One gets spoiled in Oxford, gets used to fast-moving, intelligent conversation; to hearing of new books and new ideas, and having your own thinking challenged.
And sometimes, after living here for years, you can think of Oxford as the world. Think of the body of Christ in Oxford as identical to the body of Christ anywhere in the world.
* * *
I went on a retreat in the Cotswolds a few months ago, wanting quiet; time to refill my emotional and spiritual tanks, and to rest in the presence of God.
What I got was a continual rousting for worship and meals and talks, and unkindest cut: childish activities organised by elderly volunteer ladies: “Draw what the Lord is saying to you, and share it with the group.”
I grimace. She gushes, “You never know what the Lord might use to speak to you.” Yeah, but why not try the ancient ways of prayer and scripture?
And, of course, we don’t know each other, and no one wants to give the wrong answer, so it’s a bit of a platitudinous Follow the Leader. A bit sentimental, flat, childlike.
* * *
Garrison Keillor describes his fictional Lake Wobegon as “where all the women are strong, all the men are good-looking, and all the children are above average.” Well, Oxford can be like that.
And here I am, looking around, thinking, “Definitely not Lake Wobegon. Or Oxford. Is X a bit slow?”
Meals are in common, relentless small talk, joshing and joking about unfunny things. My smile grows so fixed that my cheek muscles hurt, and I probably look pretty slow myself.
At the coffee station, the lady I suspected of being a bit “slow” joins me, and she is bewildered. You pay for hot chocolate; tea is free; coffee is free, but apparently they hide the filters, so you have to wait for the staff to make it. Some milk is free, if you can find it; some is private, and labelled.
I spell all this pettiness for her, all the while wanting to get back to my own room.
* * *
“Where are you from, Anita?”
“Oxford,” I say tersely, my personal shorthand for, “NO, I am not going to tell you my life-story.”
“And where you from, Annie?” I ask in turn, politely.
“From the Wirral,” she says. “I bet you don’t know where that it.”
“Of course, I do,” I say with some asperity. “It’s in Birmingham.”
She pauses. “Yes,” she says, slowly. “It is in Birmingham.”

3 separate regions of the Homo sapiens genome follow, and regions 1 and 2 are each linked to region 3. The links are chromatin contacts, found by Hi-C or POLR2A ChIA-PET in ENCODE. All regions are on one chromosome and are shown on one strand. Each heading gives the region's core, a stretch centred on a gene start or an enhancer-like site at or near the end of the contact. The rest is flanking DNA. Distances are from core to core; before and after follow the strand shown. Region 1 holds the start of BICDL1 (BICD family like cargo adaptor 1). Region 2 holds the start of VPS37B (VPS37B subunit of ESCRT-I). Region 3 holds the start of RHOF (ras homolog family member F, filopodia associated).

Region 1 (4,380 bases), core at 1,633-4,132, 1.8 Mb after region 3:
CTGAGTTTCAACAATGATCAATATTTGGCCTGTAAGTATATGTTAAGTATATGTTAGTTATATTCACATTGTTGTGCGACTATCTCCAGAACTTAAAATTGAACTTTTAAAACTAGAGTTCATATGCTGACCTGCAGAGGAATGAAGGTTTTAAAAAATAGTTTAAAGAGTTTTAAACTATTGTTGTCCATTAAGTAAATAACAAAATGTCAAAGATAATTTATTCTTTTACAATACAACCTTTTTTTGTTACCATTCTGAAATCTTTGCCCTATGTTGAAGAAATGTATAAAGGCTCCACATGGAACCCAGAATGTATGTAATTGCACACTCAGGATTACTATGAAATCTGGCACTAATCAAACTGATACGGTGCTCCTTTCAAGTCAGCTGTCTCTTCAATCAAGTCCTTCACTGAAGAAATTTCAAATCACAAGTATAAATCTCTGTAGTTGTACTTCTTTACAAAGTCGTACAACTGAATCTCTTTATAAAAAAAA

“I have lived in the UK for 14 years” I inform her. “I recognised your accent,” I say proudly, fibbing. Recognised an accent would have been more accurate.
“Yeeess,” she says.
* * *
My mind plays with the conversation on the way back to my room. The Wirral; the Wirral. But wasn’t it somewhere up north? Near Liverpool? I google it on my phone.
Yes, indeed it was.
But why ever had she agreed it was in Birmingham? She lived there after all. She must have known.
* * *
And I realise, with a hot rush of shame.
Annie, an elderly woman I had judged to be slow, had assented to the Wirral being in Birmingham, so as not to embarrass me!!
* * *
Wow, what completely unnecessary sensitivity and delicacy!
Oh, intelligence counts for nothing at all. It is the culture of the spirit which matters. I remembered Christina Rossetti. “All is small save love, for love is all in all.”
I have spent much of my life among clever people, moving to faculty housing at a university campus where my father taught at 14, then my own years at college and graduate school; then marrying an academic straight out of graduate school, and another 21 years in the orbit of universities.
I went through a phase when I was an undergraduate at Oxford, of being thoroughly wowed by very, very clever people. And I still thoroughly enjoy them.
And what I have learned is that intelligence counts for nothing, really, when it comes to living well. It does not make you happier; it does not ensure your children are well brought-up; it doesn’t safeguard marriages. And, gallingly, unless you are focused on wealth-building, it doesn’t even make you rich!!
What matters is wisdom. What matters is kindness. And many years ago, I decided that if I had the choice, I would hang out with wise, kind people rather than clever people. I decided that kindness of the heart trumps sharpness of the brain, anyway, any day.
I feel ashamed of the smallness of my judgements, at the smallness of my heart, for my silly assessing of people as to whether they are as above average as those in Lake Wobegon or Oxford. People are not to be superficially or superciliously judged. They are to be enjoyed—and loved, if one’s little heart could stretch that far.
Intelligence counts for nothing substantive, no more than beauty does. What matters is the kindness of the heart, the culture of the heart.
And when it came to that, Annie, who kindly agreed the Wirral was in Birmingham so as not to embarrass the know-it-all foreign lady who had so confidently placed it there–well, Annie far out-classed Anita, who had judged her as slow, but had, herself, a whole lot of catching up to do.